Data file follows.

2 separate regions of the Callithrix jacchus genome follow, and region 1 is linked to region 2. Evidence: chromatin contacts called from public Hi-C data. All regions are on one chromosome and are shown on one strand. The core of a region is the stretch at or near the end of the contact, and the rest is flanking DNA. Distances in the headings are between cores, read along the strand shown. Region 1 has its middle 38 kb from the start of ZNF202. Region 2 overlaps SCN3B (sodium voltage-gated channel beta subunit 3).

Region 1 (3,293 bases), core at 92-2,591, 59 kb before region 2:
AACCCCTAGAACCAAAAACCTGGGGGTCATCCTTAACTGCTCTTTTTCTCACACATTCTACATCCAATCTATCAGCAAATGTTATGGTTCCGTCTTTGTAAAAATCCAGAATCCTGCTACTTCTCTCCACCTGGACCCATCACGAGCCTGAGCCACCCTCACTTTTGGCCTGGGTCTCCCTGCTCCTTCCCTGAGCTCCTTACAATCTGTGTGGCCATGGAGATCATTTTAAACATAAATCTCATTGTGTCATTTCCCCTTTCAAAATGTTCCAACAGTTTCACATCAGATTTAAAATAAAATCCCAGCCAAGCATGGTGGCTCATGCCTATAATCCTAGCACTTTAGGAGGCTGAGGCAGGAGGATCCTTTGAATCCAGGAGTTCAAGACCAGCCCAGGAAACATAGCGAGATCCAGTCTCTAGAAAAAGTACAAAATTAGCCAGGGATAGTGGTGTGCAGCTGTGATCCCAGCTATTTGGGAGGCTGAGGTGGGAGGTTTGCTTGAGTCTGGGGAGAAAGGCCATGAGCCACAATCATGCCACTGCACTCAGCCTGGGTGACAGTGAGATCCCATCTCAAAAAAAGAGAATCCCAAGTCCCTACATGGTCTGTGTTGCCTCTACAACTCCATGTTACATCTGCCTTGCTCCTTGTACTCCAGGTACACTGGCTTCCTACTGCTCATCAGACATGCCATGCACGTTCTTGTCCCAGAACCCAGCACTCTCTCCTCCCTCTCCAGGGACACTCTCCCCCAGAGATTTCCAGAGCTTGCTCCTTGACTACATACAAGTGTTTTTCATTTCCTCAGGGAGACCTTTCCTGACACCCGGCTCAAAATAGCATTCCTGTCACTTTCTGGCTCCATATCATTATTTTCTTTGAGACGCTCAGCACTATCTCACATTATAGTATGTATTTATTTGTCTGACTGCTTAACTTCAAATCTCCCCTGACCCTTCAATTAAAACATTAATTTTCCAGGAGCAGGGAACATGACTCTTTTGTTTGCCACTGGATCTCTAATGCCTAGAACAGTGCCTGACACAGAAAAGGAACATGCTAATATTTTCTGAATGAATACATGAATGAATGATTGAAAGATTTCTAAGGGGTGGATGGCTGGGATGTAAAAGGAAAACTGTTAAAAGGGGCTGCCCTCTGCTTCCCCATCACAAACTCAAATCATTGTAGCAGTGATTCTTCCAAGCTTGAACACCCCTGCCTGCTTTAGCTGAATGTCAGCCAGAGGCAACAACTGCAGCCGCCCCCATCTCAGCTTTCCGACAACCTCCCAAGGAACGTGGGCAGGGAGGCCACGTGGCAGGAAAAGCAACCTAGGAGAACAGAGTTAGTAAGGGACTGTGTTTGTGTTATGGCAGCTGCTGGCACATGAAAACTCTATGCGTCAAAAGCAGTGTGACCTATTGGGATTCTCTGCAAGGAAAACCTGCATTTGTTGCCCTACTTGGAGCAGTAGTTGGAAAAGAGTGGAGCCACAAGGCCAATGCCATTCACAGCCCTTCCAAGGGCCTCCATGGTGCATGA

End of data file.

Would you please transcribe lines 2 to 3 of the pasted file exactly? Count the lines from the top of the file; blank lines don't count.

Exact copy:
Region 1 (3,293 bases), core at 92-2,591, 59 kb before region 2:
AACCCCTAGAACCAAAAACCTGGGGGTCATCCTTAACTGCTCTTTTTCTCACACATTCTACATCCAATCTATCAGCAAATGTTATGGTTCCGTCTTTGTAAAAATCCAGAATCCTGCTACTTCTCTCCACCTGGACCCATCACGAGCCTGAGCCACCCTCACTTTTGGCCTGGGTCTCCCTGCTCCTTCCCTGAGCTCCTTACAATCTGTGTGGCCATGGAGATCATTTTAAACATAAATCTCATTGTGTCATTTCCCCTTTCAAAATGTTCCAACAGTTTCACATCAGATTTAAAATAAAATCCCAGCCAAGCATGGTGGCTCATGCCTATAATCCTAGCACTTTAGGAGGCTGAGGCAGGAGGATCCTTTGAATCCAGGAGTTCAAGACCAGCCCAGGAAACATAGCGAGATCCAGTCTCTAGAAAAAGTACAAAATTAGCCAGGGATAGTGGTGTGCAGCTGTGATCCCAGCTATTTGGGAGGCTGAGGTGGGAGGTTTGCTTGAGTCTGGGGAGAAAGGCCATGAGCCACAATCATGCCACTGCACTCAGCCTGGGTGACAGTGAGATCCCATCTCAAAAAAAGAGAATCCCAAGTCCCTACATGGTCTGTGTTGCCTCTACAACTCCATGTTACATCTGCCTTGCTCCTTGTACTCCAGGTACACTGGCTTCCTACTGCTCATCAGACATGCCATGCACGTTCTTGTCCCAGAACCCAGCACTCTCTCCTCCCTCTCCAGGGACACTCTCCCCCAGAGATTTCCAGAGCTTGCTCCTTGACTACATACAAGTGTTTTTCATTTCCTCAGGGAGACCTTTCCTGACACCCGGCTCAAAATAGCATTCCTGTCACTTTCTGGCTCCATATCATTATTTTCTTTGAGACGCTCAGCACTATCTCACATTATAGTATGTATTTATTTGTCTGACTGCTTAACTTCAAATCTCCCCTGACCCTTCAATTAAAACATTAATTTTCCAGGAGCAGGGAACATGACTCTTTTGTTTGCCACTGGATCTCTAATGCCTAGAACAGTGCCTGACACAGAAAAGGAACATGCTAATATTTTCTGAATGAATACATGAATGAATGATTGAAAGATTTCTAAGGGGTGGATGGCTGGGATGTAAAAGGAAAACTGTTAAAAGGGGCTGCCCTCTGCTTCCCCATCACAAACTCAAATCATTGTAGCAGTGATTCTTCCAAGCTTGAACACCCCTGCCTGCTTTAGCTGAATGTCAGCCAGAGGCAACAACTGCAGCCGCCCCCATCTCAGCTTTCCGACAACCTCCCAAGGAACGTGGGCAGGGAGGCCACGTGGCAGGAAAAGCAACCTAGGAGAACAGAGTTAGTAAGGGACTGTGTTTGTGTTATGGCAGCTGCTGGCACATGAAAACTCTATGCGTCAAAAGCAGTGTGACCTATTGGGATTCTCTGCAAGGAAAACCTGCATTTGTTGCCCTACTTGGAGCAGTAGTTGGAAAAGAGTGGAGCCACAAGGCCAATGCCATTCACAGCCCTTCCAAGGGCCTCCATGGTGCATGA